3. #3
    First off, my bias. I am always put off when a discussion of "new thing" starts with a description of a key core mechanic and then sets about as intentionally creating a new bypass.

    IMO allowing the creation of NEW STUFF for the purpose of escaping a game mechanic is always the wrong approach.

    Instead, if your group thinks the game is better going around it, change the rule.

    That said, i do agree there should be higher level spells which effectively combine multiple lower level effects.

    I would start as a foundation adding the two lower spells levels together and adding 1-2 levels. Then examine each combo for need for more.

    Also, duration for each effect should drop to lowrr of the two, default. Then case by case clear.



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  4. #4
    Quote Originally Posted by mellored View Post
    Personally, i'd rather see something like this.


    Nystul Spell Transfer (level 3)
    Casting Time: 1 Reaction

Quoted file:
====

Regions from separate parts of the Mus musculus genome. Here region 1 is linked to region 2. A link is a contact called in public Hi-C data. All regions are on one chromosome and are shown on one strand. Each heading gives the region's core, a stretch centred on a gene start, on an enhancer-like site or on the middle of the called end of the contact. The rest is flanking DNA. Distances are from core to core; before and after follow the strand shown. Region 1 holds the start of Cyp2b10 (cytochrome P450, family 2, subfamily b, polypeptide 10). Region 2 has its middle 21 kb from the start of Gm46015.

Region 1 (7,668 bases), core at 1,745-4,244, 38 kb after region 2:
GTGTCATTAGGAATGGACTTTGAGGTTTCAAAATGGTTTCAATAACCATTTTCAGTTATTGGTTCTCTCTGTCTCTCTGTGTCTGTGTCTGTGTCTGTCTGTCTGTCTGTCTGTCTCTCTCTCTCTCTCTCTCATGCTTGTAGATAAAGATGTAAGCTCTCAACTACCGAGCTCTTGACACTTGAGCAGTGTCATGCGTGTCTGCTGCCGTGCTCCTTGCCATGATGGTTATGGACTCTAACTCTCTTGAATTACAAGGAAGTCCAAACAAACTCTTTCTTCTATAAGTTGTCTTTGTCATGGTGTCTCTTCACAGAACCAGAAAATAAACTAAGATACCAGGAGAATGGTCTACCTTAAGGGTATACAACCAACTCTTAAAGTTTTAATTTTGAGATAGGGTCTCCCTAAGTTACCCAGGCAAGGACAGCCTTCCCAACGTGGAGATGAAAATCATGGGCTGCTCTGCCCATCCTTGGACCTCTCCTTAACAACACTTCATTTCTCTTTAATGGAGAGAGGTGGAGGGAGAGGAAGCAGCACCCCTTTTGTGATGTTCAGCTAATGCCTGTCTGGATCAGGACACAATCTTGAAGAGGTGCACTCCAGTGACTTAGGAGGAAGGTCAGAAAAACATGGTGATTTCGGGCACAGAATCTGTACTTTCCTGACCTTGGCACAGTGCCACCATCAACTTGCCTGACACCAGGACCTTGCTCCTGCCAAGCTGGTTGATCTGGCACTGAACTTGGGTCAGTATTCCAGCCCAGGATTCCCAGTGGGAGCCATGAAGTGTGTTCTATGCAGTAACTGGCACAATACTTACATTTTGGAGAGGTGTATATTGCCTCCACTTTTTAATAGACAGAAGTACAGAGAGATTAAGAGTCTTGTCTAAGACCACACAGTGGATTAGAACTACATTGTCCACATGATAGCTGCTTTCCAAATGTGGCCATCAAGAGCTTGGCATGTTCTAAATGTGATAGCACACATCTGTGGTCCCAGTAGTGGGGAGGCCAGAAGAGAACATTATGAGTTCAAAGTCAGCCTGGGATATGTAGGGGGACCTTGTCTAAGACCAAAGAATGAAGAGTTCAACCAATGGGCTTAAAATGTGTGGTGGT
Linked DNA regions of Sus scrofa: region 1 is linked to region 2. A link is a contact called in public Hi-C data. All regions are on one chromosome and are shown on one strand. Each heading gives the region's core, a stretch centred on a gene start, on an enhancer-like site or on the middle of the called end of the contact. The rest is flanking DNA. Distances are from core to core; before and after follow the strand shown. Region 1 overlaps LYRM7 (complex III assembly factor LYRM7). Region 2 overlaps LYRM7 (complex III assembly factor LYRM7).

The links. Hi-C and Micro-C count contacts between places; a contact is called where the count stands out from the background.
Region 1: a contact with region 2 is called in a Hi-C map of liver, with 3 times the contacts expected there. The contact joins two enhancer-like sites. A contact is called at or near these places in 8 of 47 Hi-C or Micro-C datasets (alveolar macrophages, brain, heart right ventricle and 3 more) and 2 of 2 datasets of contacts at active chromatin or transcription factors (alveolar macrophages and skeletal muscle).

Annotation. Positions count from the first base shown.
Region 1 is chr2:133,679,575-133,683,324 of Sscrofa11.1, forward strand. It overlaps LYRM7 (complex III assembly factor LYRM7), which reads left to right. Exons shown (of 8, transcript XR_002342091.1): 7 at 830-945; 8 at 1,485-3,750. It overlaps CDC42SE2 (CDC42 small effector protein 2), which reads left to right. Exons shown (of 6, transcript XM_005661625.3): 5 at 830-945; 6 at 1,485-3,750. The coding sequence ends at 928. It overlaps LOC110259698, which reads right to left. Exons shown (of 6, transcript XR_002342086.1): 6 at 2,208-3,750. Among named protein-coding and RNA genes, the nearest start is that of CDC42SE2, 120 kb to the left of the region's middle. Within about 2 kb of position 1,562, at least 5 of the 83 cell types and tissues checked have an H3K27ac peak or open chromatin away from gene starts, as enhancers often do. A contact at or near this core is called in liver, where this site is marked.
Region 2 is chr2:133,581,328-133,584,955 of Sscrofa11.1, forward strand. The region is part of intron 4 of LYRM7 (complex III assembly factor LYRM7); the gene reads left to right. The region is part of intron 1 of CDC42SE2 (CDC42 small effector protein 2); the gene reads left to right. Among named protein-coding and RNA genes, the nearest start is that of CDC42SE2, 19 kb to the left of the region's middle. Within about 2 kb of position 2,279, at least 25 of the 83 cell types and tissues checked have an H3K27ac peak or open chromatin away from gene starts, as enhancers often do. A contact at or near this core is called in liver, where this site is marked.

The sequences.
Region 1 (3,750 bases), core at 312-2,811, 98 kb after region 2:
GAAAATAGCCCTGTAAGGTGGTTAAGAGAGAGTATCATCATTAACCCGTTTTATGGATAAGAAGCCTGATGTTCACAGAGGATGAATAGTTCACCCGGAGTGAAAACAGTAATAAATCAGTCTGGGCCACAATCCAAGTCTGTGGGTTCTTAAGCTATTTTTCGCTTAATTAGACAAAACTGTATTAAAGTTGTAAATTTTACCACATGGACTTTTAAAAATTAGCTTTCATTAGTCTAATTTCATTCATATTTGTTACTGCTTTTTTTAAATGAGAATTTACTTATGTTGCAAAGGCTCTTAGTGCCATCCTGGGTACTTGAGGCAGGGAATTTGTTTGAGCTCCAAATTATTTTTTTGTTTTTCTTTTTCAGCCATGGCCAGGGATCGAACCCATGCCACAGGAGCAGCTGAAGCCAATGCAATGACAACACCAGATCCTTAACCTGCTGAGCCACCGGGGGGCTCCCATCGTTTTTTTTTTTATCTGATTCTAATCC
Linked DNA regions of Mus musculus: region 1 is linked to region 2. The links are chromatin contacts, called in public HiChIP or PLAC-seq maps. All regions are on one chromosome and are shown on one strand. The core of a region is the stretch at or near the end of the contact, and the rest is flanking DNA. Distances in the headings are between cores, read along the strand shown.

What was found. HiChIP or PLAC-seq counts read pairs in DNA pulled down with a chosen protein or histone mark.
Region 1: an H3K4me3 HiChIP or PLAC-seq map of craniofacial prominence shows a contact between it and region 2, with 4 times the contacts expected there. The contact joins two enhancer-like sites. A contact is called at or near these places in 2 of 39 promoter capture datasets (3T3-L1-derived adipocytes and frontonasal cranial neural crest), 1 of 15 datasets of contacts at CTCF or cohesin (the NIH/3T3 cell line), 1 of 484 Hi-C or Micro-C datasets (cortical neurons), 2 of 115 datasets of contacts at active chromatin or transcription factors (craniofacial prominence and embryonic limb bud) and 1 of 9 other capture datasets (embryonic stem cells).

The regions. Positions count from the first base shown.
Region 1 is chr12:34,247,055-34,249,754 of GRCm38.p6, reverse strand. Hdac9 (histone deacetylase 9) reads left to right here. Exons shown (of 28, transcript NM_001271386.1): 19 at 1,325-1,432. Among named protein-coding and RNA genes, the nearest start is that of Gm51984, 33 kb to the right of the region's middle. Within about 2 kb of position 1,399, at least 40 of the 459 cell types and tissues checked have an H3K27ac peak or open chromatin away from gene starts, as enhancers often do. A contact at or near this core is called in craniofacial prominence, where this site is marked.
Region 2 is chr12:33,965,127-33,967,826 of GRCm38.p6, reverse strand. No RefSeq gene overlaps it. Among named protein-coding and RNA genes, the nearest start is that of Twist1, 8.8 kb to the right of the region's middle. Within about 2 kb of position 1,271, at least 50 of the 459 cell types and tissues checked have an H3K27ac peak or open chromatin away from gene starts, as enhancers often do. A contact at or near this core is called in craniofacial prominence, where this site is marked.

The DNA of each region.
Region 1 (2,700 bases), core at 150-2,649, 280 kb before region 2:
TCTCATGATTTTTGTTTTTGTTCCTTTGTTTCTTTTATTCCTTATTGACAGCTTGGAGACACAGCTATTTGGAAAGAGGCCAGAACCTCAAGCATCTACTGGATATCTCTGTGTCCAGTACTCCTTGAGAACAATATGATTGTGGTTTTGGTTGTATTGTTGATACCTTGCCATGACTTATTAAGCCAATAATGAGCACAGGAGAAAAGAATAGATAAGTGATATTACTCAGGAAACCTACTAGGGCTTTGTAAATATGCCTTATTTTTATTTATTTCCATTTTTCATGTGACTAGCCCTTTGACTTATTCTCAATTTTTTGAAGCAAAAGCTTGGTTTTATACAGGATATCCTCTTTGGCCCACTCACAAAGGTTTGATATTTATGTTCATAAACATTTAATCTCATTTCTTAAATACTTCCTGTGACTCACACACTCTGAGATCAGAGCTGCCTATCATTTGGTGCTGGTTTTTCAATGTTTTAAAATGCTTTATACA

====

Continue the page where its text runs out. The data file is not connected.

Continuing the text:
Duration: Instant
    When you cast a spell, you can select a willing creature within 30'. That creature uses it's reaction to cast the spell instead of you. You supply the magical energy (such as a spell slot), but all other aspects of the spell, such as targeting, spell DC, and concentration are supplied by the target.
    So hand off Blur to the fighter with prof con saves?

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  5. #5
    Quote Originally Posted by 5ekyu View Post
    So hand off Blur to the fighter with prof con saves?
    At the cost of a level 3 slot, yes.

    Compared to greater invisibility, (level 4 slot).

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    I'm a fan of combining spell effects into a single higher level spell and I think that wizards especially would look at creating higher level spells which combine the powers of lesser spells.

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    So there's two different points to this - how much it helps the action economy, and how much doubling up on concentration is. Both should raise spell level.

    For example, let's look at just action economy. Metamagic Twin is SP equal to the level of the spell, which also the number fo SP regained if you burn a slot for SP. (Metamagic Quicken is not applicable - it's limited by the "bonus action spell, can only cast cantrips for rest of round.)